Originally posted by Rick Montgomery, JD on April 20, 2015 on thinkhr.com.
On April 20, 2015, the U.S. Equal Employment Opportunity Commission (EEOC) issued a proposed rule that would amend the regulations and interpretive guidance implementing Title I of the Americans with Disabilities Act (ADA) as they relate to employer wellness programs. The proposed rule amends the ADA regulations to provide guidance on the extent to which employers may use incentives to encourage employees to participate in wellness programs that include disability-related inquiries and/or medical examinations. The EEOC will accept public comments on the proposed rule until June 19, 2015, following which final regulations will be issued.
The EEOC has released a series of 10 questions and answers which outline the issues at hand, define terms involved in the proposed rule, and explain how wellness programs interact with regulations such as the ADA, the Health Insurance Portability and Accountability Act (HIPAA), and other federal nondiscrimination laws.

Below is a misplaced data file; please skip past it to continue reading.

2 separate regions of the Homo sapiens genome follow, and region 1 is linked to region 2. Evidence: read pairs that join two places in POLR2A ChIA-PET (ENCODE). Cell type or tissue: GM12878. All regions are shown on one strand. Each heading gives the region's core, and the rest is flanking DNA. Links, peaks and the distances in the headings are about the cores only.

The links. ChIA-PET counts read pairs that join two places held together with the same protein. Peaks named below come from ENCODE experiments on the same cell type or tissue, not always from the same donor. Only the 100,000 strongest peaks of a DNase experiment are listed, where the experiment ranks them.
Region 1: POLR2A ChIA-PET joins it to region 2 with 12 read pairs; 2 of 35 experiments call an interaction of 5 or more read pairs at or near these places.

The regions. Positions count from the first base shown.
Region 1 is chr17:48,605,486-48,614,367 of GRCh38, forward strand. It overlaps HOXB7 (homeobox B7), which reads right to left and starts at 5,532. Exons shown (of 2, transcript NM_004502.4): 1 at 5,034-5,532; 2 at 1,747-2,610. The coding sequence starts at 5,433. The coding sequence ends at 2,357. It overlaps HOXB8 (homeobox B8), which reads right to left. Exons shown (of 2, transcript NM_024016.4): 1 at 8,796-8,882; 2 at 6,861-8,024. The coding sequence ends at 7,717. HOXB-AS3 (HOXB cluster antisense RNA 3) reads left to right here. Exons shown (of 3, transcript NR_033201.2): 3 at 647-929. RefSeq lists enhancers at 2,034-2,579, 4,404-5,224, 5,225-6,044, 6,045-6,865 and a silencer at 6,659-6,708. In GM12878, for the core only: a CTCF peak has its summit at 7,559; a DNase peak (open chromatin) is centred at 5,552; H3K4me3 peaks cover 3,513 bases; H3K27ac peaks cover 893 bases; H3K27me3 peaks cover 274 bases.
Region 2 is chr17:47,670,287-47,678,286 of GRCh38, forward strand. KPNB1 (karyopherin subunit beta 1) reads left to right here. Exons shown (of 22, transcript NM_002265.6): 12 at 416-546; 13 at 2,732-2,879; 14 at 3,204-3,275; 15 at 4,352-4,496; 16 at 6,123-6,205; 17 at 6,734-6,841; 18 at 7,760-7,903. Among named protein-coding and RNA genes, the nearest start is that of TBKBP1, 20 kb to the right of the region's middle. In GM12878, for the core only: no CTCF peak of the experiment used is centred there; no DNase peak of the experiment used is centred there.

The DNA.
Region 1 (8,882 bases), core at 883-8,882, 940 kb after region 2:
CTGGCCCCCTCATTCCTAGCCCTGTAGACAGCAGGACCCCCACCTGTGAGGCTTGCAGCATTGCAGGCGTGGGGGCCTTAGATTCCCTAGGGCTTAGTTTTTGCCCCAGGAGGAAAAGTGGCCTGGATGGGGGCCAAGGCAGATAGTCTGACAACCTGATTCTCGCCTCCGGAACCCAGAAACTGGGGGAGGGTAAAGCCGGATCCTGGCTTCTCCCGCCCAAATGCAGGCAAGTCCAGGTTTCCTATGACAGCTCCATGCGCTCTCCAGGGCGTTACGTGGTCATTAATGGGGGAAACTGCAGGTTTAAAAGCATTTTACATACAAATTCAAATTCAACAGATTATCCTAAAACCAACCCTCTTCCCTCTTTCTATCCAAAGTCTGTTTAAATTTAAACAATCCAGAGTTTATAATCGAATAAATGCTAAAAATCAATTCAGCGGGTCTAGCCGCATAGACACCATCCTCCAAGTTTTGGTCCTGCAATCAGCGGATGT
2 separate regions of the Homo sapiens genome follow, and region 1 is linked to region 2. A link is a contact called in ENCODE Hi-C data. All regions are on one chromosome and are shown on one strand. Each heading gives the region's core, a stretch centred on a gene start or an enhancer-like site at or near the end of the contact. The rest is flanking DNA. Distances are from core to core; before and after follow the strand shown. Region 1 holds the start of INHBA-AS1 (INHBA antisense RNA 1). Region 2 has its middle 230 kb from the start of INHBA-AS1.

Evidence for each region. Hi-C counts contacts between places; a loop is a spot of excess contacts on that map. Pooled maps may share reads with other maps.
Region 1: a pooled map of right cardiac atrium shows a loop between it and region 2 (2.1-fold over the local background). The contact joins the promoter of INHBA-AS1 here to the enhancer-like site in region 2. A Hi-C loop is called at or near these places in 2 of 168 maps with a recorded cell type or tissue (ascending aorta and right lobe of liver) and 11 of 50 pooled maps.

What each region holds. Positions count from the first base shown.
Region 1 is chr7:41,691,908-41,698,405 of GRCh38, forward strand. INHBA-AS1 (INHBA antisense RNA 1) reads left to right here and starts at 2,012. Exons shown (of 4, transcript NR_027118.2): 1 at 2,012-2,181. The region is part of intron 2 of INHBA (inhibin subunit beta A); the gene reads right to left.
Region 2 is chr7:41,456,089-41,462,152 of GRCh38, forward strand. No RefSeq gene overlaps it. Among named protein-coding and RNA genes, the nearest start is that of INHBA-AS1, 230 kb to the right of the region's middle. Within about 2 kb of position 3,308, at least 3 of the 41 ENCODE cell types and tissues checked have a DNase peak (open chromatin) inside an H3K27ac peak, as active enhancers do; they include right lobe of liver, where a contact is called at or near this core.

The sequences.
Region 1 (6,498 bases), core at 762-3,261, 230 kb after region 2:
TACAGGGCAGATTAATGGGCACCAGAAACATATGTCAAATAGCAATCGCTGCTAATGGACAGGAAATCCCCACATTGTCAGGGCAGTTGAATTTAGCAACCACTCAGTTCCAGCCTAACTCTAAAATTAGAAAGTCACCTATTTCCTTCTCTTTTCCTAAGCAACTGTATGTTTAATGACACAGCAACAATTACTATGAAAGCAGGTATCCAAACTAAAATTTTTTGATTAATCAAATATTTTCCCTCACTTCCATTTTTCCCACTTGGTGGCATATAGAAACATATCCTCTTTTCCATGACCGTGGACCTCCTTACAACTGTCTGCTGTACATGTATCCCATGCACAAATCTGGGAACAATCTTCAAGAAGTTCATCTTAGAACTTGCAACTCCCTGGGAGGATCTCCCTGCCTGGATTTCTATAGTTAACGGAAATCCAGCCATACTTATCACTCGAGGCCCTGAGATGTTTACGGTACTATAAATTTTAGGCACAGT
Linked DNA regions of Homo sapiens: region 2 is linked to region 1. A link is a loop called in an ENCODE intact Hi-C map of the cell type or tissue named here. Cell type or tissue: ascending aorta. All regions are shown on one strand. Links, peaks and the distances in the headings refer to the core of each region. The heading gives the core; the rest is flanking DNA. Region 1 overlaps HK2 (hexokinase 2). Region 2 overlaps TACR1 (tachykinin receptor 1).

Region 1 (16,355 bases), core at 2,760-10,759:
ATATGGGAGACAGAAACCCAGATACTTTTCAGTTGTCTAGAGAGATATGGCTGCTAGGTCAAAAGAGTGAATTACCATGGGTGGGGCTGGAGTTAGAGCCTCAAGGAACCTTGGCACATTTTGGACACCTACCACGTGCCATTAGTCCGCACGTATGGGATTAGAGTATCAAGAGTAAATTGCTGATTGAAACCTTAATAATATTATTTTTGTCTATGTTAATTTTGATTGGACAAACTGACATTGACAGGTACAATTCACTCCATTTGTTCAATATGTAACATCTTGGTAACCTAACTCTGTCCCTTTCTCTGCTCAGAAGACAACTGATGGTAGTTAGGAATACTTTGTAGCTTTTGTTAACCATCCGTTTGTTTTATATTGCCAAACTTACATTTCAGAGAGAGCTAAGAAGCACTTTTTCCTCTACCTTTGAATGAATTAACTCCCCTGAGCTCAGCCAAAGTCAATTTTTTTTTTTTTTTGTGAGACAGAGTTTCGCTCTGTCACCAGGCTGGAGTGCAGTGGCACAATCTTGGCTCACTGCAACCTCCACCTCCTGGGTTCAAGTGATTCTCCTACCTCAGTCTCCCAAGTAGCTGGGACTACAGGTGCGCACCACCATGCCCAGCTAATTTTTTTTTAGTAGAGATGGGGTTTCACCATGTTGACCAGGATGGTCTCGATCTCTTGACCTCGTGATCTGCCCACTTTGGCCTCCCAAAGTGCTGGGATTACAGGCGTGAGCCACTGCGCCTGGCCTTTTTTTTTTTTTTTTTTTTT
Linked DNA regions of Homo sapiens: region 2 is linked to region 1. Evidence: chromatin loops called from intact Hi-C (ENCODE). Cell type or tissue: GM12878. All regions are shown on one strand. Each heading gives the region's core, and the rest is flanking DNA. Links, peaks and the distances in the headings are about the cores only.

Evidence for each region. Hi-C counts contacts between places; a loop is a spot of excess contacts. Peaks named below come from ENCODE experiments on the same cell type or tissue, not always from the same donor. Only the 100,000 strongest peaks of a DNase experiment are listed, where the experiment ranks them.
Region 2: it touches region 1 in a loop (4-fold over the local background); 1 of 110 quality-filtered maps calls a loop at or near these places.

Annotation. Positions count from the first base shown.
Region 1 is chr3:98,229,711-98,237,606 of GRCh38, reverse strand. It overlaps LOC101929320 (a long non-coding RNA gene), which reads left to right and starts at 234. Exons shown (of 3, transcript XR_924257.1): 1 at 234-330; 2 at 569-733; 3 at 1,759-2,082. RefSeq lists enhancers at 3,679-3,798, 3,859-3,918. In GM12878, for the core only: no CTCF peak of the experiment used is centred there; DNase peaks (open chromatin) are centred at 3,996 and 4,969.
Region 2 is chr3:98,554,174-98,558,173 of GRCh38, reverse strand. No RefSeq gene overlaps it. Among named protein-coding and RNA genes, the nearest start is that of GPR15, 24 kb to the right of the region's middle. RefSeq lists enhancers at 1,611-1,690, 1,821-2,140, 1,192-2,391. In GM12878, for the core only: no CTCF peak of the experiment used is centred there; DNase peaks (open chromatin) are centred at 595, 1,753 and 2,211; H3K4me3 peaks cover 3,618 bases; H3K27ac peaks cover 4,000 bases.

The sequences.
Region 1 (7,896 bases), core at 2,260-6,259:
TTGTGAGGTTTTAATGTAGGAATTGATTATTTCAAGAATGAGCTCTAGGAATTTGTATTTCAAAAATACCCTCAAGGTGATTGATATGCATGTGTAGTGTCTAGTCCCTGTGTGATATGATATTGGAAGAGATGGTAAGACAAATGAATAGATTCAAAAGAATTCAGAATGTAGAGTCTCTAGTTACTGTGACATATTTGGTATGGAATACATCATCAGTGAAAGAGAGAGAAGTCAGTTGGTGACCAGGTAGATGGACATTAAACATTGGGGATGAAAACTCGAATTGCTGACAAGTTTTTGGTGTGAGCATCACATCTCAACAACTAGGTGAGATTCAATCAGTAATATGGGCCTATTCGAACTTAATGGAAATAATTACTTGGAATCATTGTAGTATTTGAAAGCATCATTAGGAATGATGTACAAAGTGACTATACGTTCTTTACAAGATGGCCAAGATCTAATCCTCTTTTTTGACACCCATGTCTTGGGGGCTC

Employers do not have to comply with the proposed rule at this time; however, until final regulations are formulated, employers should take a careful look at their wellness programs to ensure compliance with the ADA, as many of the requirements set forth in the proposed rule are already requirements under the law.
At this time, employers should not:
- Require employees to participate in a wellness program.
- Deny health insurance to employees who do not participate in a wellness program.
- Take any adverse employment action or retaliate against, interfere with, coerce, or intimidate employees who do not participate in wellness programs or who do not achieve certain health outcomes.
Further, employers should ensure that all employees are equally able to participate in any wellness programs or incentives offered, and that those employees needing reasonable accommodations to participate are offered those accommodations.